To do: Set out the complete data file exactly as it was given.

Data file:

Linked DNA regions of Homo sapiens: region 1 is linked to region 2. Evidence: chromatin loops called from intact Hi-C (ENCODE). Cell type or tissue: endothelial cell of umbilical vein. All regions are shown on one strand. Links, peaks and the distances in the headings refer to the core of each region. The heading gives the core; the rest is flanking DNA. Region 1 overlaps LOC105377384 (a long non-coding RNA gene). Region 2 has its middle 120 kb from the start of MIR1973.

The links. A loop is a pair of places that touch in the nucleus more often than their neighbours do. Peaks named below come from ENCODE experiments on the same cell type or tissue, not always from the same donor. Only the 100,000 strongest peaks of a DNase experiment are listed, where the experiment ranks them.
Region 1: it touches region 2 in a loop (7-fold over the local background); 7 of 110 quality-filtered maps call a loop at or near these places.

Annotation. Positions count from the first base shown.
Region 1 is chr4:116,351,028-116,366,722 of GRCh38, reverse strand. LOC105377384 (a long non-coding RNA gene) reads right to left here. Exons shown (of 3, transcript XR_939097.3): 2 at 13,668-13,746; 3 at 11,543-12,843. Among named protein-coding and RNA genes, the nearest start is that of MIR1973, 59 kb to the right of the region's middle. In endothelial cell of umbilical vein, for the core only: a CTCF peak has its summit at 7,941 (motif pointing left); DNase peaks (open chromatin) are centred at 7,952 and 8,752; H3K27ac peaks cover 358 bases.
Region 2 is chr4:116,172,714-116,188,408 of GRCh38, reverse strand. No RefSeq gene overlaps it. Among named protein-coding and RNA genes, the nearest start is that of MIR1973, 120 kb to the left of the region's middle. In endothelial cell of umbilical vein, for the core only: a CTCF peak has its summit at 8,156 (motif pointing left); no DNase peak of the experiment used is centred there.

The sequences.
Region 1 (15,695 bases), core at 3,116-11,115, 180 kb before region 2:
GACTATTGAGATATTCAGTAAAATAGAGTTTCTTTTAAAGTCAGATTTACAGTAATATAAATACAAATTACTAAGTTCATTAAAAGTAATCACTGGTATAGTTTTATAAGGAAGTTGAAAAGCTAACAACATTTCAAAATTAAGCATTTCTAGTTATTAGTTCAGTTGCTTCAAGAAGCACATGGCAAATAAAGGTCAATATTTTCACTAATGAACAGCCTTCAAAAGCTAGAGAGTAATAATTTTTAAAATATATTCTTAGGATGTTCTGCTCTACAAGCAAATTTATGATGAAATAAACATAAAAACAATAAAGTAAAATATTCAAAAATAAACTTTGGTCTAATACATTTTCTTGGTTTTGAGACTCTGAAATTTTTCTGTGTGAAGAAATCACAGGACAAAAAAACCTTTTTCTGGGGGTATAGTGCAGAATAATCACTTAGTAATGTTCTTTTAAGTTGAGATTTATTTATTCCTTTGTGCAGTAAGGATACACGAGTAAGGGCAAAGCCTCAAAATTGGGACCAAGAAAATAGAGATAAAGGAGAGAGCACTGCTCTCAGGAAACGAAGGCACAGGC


Linked DNA regions of Homo sapiens: region 1 is linked to region 2. Evidence: chromatin loops called from intact Hi-C (ENCODE). Cell type or tissue: endothelial cell of umbilical vein. All regions are shown on one strand. Links, peaks and the distances in the headings refer to the core of each region. The heading gives the core; the rest is flanking DNA. Region 1 overlaps LOC105377384 (a long non-coding RNA gene). Region 2 has its middle 120 kb from the start of MIR1973.

The links. A loop is a pair of places that touch in the nucleus more often than their neighbours do. Peaks named below come from ENCODE experiments on the same cell type or tissue, not always from the same donor. Only the 100,000 strongest peaks of a DNase experiment are listed, where the experiment ranks them.
Region 1: it touches region 2 in a loop (7-fold over the local background); 7 of 110 quality-filtered maps call a loop at or near these places.

Annotation. Positions count from the first base shown.
Region 1 is chr4:116,351,028-116,366,722 of GRCh38, reverse strand. LOC105377384 (a long non-coding RNA gene) reads right to left here. Exons shown (of 3, transcript XR_939097.3): 2 at 13,668-13,746; 3 at 11,543-12,843. Among named protein-coding and RNA genes, the nearest start is that of MIR1973, 59 kb to the right of the region's middle. In endothelial cell of umbilical vein, for the core only: a CTCF peak has its summit at 7,941 (motif pointing left); DNase peaks (open chromatin) are centred at 7,952 and 8,752; H3K27ac peaks cover 358 bases.
Region 2 is chr4:116,172,714-116,188,408 of GRCh38, reverse strand. No RefSeq gene overlaps it. Among named protein-coding and RNA genes, the nearest start is that of MIR1973, 120 kb to the left of the region's middle. In endothelial cell of umbilical vein, for the core only: a CTCF peak has its summit at 8,156 (motif pointing left); no DNase peak of the experiment used is centred there.

The sequences.
Region 1 (15,695 bases), core at 3,116-11,115, 180 kb before region 2:
GACTATTGAGATATTCAGTAAAATAGAGTTTCTTTTAAAGTCAGATTTACAGTAATATAAATACAAATTACTAAGTTCATTAAAAGTAATCACTGGTATAGTTTTATAAGGAAGTTGAAAAGCTAACAACATTTCAAAATTAAGCATTTCTAGTTATTAGTTCAGTTGCTTCAAGAAGCACATGGCAAATAAAGGTCAATATTTTCACTAATGAACAGCCTTCAAAAGCTAGAGAGTAATAATTTTTAAAATATATTCTTAGGATGTTCTGCTCTACAAGCAAATTTATGATGAAATAAACATAAAAACAATAAAGTAAAATATTCAAAAATAAACTTTGGTCTAATACATTTTCTTGGTTTTGAGACTCTGAAATTTTTCTGTGTGAAGAAATCACAGGACAAAAAAACCTTTTTCTGGGGGTATAGTGCAGAATAATCACTTAGTAATGTTCTTTTAAGTTGAGATTTATTTATTCCTTTGTGCAGTAAGGATACACGAGTAAGGGCAAAGCCTCAAAATTGGGACCAAGAAAATAGAGATAAAGGAGAGAGCACTGCTCTCAGGAAACGAAGGCACAGGC